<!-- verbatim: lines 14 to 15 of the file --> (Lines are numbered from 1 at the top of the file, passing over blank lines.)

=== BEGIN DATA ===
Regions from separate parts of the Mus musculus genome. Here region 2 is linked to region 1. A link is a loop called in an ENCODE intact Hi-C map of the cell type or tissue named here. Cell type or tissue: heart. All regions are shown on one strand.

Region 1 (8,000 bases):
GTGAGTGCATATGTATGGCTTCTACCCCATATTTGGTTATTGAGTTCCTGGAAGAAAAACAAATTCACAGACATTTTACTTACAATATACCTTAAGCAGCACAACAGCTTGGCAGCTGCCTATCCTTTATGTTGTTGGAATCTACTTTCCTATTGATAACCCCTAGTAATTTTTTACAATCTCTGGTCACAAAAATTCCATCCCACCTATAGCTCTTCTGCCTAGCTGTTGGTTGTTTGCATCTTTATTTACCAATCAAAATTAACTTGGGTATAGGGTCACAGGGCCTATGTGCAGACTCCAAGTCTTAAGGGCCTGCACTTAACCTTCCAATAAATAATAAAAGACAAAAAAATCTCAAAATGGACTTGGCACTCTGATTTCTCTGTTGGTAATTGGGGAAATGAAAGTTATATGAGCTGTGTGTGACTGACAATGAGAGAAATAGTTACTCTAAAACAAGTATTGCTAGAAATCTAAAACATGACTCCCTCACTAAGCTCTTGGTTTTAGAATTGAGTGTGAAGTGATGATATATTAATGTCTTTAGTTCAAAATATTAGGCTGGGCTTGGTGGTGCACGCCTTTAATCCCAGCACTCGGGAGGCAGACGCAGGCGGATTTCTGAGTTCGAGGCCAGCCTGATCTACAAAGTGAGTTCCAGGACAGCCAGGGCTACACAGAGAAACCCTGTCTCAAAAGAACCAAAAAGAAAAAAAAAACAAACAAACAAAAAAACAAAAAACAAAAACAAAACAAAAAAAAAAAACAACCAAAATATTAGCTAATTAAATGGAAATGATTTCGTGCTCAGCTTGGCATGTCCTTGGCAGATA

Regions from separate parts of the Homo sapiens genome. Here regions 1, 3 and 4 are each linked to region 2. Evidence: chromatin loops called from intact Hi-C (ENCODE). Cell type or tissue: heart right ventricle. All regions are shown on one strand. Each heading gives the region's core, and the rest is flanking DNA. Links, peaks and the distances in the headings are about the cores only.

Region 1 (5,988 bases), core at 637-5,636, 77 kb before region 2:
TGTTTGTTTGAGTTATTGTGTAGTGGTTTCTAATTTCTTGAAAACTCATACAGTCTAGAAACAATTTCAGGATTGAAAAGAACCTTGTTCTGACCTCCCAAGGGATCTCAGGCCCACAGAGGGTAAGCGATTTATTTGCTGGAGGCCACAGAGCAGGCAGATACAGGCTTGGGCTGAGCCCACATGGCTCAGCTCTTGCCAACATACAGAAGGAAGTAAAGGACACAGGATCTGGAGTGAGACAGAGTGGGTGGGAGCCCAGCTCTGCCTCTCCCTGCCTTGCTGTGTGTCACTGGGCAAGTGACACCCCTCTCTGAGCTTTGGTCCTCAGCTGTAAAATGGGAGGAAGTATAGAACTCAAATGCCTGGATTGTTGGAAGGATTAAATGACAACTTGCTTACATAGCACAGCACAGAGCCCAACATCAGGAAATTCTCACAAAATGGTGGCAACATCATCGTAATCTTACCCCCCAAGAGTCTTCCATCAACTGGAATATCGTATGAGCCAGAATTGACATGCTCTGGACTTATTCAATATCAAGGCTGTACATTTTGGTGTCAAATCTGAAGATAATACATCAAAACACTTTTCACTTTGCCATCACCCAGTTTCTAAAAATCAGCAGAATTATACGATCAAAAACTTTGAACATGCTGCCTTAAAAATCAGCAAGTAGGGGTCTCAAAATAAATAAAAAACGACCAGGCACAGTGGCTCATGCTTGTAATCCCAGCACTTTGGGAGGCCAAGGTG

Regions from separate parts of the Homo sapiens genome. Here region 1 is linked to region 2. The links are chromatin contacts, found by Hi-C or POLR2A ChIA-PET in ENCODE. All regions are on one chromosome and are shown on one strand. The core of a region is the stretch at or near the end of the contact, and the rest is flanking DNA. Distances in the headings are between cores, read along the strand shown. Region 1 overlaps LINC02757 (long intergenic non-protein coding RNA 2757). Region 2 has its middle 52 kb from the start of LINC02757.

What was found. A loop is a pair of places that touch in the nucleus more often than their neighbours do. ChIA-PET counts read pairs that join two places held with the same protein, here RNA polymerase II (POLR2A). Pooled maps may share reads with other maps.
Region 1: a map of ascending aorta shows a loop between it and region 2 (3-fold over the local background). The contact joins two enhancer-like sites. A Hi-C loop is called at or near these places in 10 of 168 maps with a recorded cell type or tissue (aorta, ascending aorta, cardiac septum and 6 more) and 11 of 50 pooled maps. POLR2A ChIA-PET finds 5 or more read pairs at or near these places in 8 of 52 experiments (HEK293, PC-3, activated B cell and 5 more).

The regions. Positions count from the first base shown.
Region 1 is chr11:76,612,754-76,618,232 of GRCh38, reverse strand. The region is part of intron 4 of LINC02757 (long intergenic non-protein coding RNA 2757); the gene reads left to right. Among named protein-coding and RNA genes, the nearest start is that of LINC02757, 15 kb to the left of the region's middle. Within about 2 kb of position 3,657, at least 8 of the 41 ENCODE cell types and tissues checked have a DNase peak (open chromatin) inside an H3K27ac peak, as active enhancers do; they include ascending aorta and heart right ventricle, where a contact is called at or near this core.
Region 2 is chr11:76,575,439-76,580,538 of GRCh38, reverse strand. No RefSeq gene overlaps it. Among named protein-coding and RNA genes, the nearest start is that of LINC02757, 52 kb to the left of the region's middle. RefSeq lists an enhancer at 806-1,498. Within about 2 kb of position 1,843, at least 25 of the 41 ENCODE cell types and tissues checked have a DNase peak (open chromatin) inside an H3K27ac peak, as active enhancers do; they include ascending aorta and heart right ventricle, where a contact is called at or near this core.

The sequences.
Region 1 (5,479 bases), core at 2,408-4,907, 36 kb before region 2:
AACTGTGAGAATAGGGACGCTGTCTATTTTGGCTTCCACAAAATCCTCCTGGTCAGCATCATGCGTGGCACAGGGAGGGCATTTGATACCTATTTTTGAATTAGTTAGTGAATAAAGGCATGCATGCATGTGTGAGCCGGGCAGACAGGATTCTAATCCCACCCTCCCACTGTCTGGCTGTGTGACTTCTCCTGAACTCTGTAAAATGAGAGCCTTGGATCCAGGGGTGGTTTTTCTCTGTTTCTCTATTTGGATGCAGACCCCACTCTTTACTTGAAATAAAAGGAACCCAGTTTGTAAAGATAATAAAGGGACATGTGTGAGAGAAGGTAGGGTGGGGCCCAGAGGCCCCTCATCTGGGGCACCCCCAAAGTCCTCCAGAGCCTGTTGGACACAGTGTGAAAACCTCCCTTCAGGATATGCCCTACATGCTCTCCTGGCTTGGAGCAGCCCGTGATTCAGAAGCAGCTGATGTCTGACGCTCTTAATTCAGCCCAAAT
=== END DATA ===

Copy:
Region 1 (5,479 bases), core at 2,408-4,907, 36 kb before region 2:
AACTGTGAGAATAGGGACGCTGTCTATTTTGGCTTCCACAAAATCCTCCTGGTCAGCATCATGCGTGGCACAGGGAGGGCATTTGATACCTATTTTTGAATTAGTTAGTGAATAAAGGCATGCATGCATGTGTGAGCCGGGCAGACAGGATTCTAATCCCACCCTCCCACTGTCTGGCTGTGTGACTTCTCCTGAACTCTGTAAAATGAGAGCCTTGGATCCAGGGGTGGTTTTTCTCTGTTTCTCTATTTGGATGCAGACCCCACTCTTTACTTGAAATAAAAGGAACCCAGTTTGTAAAGATAATAAAGGGACATGTGTGAGAGAAGGTAGGGTGGGGCCCAGAGGCCCCTCATCTGGGGCACCCCCAAAGTCCTCCAGAGCCTGTTGGACACAGTGTGAAAACCTCCCTTCAGGATATGCCCTACATGCTCTCCTGGCTTGGAGCAGCCCGTGATTCAGAAGCAGCTGATGTCTGACGCTCTTAATTCAGCCCAAAT